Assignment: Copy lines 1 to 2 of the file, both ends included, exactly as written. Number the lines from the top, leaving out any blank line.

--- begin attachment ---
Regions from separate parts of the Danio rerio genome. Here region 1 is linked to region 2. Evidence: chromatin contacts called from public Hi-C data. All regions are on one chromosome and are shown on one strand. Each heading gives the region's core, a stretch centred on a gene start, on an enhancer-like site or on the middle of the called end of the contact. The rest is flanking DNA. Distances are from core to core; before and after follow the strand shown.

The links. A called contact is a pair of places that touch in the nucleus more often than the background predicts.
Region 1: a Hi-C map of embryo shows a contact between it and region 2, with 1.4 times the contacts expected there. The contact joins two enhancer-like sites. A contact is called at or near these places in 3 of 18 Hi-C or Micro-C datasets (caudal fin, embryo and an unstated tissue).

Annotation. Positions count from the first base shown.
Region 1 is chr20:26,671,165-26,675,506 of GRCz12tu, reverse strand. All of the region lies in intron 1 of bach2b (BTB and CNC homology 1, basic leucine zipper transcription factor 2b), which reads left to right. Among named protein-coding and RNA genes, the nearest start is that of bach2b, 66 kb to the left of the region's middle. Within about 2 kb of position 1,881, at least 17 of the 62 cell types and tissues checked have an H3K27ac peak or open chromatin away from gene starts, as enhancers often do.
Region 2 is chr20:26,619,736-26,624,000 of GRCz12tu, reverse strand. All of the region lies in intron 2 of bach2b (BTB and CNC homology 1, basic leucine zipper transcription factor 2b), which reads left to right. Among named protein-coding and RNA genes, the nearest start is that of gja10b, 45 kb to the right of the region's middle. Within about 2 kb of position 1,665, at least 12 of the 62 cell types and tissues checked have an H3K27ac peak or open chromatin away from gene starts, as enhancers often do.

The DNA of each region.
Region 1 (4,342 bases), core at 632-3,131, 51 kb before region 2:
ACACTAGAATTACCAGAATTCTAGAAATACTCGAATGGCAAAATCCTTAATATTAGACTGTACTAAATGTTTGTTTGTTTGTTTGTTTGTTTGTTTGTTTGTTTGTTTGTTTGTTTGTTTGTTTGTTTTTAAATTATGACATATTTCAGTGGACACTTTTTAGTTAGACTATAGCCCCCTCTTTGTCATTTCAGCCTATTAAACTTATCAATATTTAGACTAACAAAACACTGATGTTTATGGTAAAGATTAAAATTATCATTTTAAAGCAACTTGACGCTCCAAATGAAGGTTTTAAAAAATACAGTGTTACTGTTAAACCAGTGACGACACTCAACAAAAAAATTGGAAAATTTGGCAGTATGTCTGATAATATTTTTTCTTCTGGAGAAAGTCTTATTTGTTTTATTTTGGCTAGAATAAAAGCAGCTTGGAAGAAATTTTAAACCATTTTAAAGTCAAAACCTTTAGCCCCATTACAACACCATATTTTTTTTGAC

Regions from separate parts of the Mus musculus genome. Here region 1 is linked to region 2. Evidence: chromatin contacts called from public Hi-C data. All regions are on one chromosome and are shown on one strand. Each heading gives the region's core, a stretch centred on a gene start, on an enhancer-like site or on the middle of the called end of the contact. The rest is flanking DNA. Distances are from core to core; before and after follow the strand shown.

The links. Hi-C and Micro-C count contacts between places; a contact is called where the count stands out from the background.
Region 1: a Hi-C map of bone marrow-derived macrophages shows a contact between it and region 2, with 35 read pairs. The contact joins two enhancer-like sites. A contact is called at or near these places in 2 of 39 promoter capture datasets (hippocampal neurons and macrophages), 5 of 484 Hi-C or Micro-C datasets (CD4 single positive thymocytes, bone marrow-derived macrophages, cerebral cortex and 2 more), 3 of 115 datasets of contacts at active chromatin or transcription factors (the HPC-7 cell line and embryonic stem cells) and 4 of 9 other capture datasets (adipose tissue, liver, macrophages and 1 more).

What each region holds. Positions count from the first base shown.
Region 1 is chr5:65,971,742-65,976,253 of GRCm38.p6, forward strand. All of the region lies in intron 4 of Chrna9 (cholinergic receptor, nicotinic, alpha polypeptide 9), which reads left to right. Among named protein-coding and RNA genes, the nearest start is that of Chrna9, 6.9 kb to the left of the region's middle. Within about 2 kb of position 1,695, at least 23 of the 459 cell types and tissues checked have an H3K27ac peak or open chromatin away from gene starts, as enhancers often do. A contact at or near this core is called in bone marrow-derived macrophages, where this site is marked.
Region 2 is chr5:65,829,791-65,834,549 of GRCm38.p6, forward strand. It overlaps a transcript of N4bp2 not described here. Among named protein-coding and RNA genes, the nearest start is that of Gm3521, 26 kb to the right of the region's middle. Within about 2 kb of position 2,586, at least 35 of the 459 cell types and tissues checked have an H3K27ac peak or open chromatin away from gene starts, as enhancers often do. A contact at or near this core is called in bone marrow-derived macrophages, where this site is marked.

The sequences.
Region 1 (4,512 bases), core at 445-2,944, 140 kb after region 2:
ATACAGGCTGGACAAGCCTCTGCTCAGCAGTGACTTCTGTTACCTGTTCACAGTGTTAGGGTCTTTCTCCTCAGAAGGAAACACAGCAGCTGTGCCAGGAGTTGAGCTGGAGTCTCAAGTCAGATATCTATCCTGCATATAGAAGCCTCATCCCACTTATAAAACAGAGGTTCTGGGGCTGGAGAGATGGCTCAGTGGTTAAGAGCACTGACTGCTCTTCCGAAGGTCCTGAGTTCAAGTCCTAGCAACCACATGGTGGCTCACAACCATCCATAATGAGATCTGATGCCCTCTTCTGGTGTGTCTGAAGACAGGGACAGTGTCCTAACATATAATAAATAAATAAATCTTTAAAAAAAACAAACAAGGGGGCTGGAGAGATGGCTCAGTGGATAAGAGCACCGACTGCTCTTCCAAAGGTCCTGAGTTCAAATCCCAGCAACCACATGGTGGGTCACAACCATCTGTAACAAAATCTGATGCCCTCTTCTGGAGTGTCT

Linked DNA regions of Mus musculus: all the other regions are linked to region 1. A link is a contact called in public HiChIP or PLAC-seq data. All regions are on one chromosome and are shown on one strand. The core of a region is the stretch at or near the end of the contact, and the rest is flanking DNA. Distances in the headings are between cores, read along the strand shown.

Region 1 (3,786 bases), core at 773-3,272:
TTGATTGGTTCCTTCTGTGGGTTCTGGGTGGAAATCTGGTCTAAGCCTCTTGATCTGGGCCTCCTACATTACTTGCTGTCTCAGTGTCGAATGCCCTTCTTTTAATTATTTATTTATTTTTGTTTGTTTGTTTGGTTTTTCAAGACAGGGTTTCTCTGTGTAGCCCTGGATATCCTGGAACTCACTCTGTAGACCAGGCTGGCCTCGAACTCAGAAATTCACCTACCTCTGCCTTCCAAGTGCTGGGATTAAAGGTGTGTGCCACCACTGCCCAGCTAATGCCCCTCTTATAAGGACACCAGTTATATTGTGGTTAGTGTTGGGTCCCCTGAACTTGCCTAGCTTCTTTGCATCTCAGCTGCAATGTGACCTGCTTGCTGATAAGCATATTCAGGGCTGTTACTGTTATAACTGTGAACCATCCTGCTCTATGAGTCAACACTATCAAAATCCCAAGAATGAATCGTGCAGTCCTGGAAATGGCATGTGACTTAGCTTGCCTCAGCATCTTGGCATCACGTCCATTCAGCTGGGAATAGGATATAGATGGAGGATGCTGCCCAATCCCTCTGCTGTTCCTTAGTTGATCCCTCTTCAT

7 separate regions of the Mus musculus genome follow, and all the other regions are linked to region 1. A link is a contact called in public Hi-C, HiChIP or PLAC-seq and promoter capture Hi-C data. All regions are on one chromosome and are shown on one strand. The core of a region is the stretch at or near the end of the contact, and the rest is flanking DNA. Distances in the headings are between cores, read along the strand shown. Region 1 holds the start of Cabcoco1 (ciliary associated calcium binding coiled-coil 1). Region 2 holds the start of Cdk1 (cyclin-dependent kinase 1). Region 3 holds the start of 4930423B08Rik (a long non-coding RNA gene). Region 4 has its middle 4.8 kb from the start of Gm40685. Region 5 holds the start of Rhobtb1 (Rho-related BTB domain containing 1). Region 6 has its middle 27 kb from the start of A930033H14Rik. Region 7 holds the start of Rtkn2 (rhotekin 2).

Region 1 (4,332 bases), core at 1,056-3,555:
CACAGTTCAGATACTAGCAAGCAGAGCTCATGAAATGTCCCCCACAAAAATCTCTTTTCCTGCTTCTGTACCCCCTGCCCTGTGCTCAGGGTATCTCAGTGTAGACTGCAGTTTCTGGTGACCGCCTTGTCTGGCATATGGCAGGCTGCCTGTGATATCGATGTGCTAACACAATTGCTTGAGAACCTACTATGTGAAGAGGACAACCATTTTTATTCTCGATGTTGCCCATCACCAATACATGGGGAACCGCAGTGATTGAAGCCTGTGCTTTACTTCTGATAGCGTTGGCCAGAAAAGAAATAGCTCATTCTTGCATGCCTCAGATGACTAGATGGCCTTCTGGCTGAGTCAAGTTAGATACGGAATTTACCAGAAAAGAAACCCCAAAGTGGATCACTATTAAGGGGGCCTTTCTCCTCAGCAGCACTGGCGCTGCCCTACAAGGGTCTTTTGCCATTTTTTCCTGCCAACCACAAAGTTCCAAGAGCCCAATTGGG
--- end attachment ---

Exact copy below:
Regions from separate parts of the Danio rerio genome. Here region 1 is linked to region 2. Evidence: chromatin contacts called from public Hi-C data. All regions are on one chromosome and are shown on one strand. Each heading gives the region's core, a stretch centred on a gene start, on an enhancer-like site or on the middle of the called end of the contact. The rest is flanking DNA. Distances are from core to core; before and after follow the strand shown.

The links. A called contact is a pair of places that touch in the nucleus more often than the background predicts.